Thatched Huts and Mobile Clinics: Healthcare on the Margins

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“The only time I feel visible and cared for is when I am at this clinic. At all other times, I feel invisible” said Mallamma (name changed for confidentiality), one of the patients at MSF’s mobile clinic in Pusuguppa, located on the Telangana-Chhattisgarh border.

This one statement encompasses the ongoing reality of access to healthcare in a region that has been affected by the low intensity conflict between the government security forces and the Maoists over the last decade.

“Access to healthcare” is a phrase that one normally hears on joining MSF. In order to understand the true meaning of this phrase, one has to first travel to some of the most inaccessible parts of India, where communities do not have access to even basic healthcare. One of the core principles of Doctors Without Borders/Médecins Sans Frontières (MSF), the international medical humanitarian organization, is to provide healthcare to those who need it the most, when and where it is not available. The Telangana-Chhattisgarh project of MSF India is one such example where I spent three days.  

While all I got was perhaps just a sneak peek into the lives of the patients and the MSF staff who work tirelessly, it was still enough to understand the importance of providing medical care in such a difficult context. I began my visit by traveling along with the mobile clinic team to the remote village of Pusuguppa. The MSF mobile clinic is run in different villages each day of the week and often comprises of 2 doctors, a nurse, a nurse aid, a translator, a lab technician and a person who takes care of health and promotion.

Photo Credit : Camille Gillardeau/MSF

 After a long two hour drive in the sweltering heat, we reached Pusuggupa. Patients and attendants were waiting anxiously and began to mill around the MSF vehicles as we began to pull in. The setup at Pusuguppa is quite basic as no permanent structure is available. Five short thatched huts built by MSF turn into a mini clinic every Tuesday. The first hut is where patients are registered and checked for their temperature and weight. Children below the age of five are also weighed and checked for any possible signs of malnutrition. Once this is done, patients are sent to the “lab” hut, where patients suspected with malaria are tested for the parasite using Rapid Blood Test. They are then sent to another hut where, once all patients have gathered, the Health and Promotion (HP) staff takes over and spreading awareness on malaria, tuberculosis and hygiene. Often the HP sessions last anywhere between 15-20 minutes and patients are encouraged to adopt preventive measures in their homes. The doctor then begins his consultations.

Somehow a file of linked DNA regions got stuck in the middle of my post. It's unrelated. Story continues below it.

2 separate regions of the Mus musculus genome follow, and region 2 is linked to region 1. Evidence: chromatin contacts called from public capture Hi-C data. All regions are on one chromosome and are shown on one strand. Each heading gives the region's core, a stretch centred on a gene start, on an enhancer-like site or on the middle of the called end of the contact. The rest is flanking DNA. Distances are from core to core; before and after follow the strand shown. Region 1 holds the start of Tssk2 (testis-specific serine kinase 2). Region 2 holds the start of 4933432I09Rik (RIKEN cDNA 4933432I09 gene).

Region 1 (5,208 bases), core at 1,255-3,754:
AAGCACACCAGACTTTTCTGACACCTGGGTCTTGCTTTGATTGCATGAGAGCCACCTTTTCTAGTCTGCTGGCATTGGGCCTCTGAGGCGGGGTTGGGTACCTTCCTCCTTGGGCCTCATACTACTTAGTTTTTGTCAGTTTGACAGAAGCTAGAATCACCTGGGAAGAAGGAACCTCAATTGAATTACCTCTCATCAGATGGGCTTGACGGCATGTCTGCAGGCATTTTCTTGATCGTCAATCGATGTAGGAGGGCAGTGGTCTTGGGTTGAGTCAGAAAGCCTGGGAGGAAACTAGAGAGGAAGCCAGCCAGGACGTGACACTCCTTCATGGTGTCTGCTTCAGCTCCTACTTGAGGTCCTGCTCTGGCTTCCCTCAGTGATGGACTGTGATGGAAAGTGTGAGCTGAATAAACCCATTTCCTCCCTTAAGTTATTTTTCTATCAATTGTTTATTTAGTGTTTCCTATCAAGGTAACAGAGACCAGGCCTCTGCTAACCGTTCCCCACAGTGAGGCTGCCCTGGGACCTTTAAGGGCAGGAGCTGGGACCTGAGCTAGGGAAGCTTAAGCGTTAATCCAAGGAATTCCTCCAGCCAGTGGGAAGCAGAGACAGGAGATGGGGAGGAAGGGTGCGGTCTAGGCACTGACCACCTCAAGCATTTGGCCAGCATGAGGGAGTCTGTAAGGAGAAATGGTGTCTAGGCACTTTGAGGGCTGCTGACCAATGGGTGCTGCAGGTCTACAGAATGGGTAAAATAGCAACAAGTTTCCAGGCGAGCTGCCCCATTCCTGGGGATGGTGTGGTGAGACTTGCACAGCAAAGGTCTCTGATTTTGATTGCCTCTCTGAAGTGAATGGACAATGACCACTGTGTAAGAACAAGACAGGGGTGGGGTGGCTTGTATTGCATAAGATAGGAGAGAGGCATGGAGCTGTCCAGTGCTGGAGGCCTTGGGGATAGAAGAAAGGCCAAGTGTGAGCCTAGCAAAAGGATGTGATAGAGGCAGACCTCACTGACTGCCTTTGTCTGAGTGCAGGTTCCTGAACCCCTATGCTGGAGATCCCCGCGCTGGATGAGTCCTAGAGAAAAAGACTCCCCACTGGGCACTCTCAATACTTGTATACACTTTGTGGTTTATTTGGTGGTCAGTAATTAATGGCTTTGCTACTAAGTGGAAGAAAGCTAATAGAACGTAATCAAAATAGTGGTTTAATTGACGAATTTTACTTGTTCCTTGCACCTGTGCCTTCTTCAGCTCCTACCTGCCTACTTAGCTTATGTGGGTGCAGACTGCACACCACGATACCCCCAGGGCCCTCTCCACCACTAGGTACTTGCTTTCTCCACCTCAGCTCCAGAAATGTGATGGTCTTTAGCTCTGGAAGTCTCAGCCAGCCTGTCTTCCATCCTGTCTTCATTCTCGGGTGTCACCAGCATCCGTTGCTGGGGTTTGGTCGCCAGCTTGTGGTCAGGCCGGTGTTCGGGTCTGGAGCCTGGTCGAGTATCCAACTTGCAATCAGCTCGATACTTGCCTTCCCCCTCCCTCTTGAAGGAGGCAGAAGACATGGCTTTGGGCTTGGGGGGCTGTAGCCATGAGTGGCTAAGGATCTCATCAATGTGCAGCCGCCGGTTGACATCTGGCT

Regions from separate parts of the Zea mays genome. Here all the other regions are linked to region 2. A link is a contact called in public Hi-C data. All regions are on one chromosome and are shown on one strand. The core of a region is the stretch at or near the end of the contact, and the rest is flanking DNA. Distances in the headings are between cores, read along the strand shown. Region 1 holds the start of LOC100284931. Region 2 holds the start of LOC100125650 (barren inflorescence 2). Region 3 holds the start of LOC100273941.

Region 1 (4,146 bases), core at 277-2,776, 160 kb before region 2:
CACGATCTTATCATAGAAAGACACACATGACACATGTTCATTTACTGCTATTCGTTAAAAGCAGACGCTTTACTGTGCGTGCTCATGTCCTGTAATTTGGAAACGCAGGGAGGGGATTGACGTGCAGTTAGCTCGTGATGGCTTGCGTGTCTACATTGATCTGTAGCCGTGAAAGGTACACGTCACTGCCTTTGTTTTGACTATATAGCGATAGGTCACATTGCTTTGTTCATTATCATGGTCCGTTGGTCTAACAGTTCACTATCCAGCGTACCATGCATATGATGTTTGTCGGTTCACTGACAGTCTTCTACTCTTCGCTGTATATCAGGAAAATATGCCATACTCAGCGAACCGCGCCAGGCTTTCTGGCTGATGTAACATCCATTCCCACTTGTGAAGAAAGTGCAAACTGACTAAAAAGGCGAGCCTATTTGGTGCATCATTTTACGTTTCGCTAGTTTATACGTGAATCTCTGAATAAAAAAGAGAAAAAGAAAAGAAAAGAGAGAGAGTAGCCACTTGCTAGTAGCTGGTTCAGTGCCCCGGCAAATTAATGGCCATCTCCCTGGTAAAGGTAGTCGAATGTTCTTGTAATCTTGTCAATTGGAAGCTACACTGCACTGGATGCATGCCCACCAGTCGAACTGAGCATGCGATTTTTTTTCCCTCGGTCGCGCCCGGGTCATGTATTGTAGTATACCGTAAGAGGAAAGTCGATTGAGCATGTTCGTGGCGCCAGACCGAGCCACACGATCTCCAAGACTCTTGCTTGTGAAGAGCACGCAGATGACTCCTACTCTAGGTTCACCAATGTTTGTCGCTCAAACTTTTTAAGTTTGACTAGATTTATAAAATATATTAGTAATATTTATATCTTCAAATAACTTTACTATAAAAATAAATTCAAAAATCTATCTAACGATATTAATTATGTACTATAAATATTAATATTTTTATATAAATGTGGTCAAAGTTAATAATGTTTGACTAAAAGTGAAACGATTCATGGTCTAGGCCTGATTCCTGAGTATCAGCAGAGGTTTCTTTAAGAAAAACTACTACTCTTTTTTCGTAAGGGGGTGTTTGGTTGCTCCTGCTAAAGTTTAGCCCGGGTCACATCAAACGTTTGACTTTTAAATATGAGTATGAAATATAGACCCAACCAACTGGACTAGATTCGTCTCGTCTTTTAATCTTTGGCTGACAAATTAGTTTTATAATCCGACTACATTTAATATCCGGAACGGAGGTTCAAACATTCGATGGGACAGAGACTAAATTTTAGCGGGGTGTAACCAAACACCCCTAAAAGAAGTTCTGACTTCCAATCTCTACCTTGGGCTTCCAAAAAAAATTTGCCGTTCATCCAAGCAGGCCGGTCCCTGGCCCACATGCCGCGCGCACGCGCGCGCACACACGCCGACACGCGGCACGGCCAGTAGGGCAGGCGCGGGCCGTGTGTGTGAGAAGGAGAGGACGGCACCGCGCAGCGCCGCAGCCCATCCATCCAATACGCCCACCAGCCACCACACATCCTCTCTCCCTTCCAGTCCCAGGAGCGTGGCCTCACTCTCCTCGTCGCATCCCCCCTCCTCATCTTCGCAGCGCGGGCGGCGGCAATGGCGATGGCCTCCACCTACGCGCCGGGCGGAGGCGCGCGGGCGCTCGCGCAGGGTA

At the Pusuguppa mobile clinic, almost 50% of cases who turned up on that day (54 patients in all) had some sort of skin disease – often fungal infection or ringworm infection. Many others were diagnosed with malaria. According to Dr. Nagender, who has been with MSF since early 2014, malaria is endemic in the area and the disease morbidity rate is quite high. Diarrhea too, is a big area of concern in this region. “While most of these diseases are preventable, it is to be noted that the morbidity rate is high in this region because of lack of access to healthcare,” he said.

The mobile clinic also provides ante-natal and post-natal care to women. Most often, the women come from villages as far as ten to fifteen kilometers away for consultations.

Patients with complicated medical conditions are referred to a hospital in Bhadrachalam. MSF provides these patients with travel costs to and from Bhadrachalam to encourage them to seek medical aid.

The beauty of a mobile clinic is the proximity of medical care it brings to the patients. Often, this is the only place where they can get any medical aid without having to travel very far – a stark reality of the state of healthcare in rural and conflict-ridden India. The mobile clinic team visits Pusuggupa once every week and in some other places like Dharmanapeta twice a week. However, it is during the monsoon season that the true merit of the mobile clinic is tested. “During monsoons, the access to these villages is completely cut off due to flooding streams. We have to walk most of the distance with all our equipment to reach the people. Also, the number of patients almost doubles during the rainy season,” said Vijaya, the MSF translator at the project.

In 2013, MSF conducted over 52000 consultations and administered over 14500 vaccinations at its primary and secondary healthcare programs in Telangana and Chhattisgarh. For the people living in areas where a low intensity conflict means restricted or no access to essential health services, organisations like MSF plays a crucial role of a health provider. Currently, MSF runs eleven mobile clinics under the Telangana-Chhattisgarh project, apart from  24/7 fixed clinics in Mallempeta and Bijapur.


Written by DVL Padma Priya, Press Officer, MSF India 


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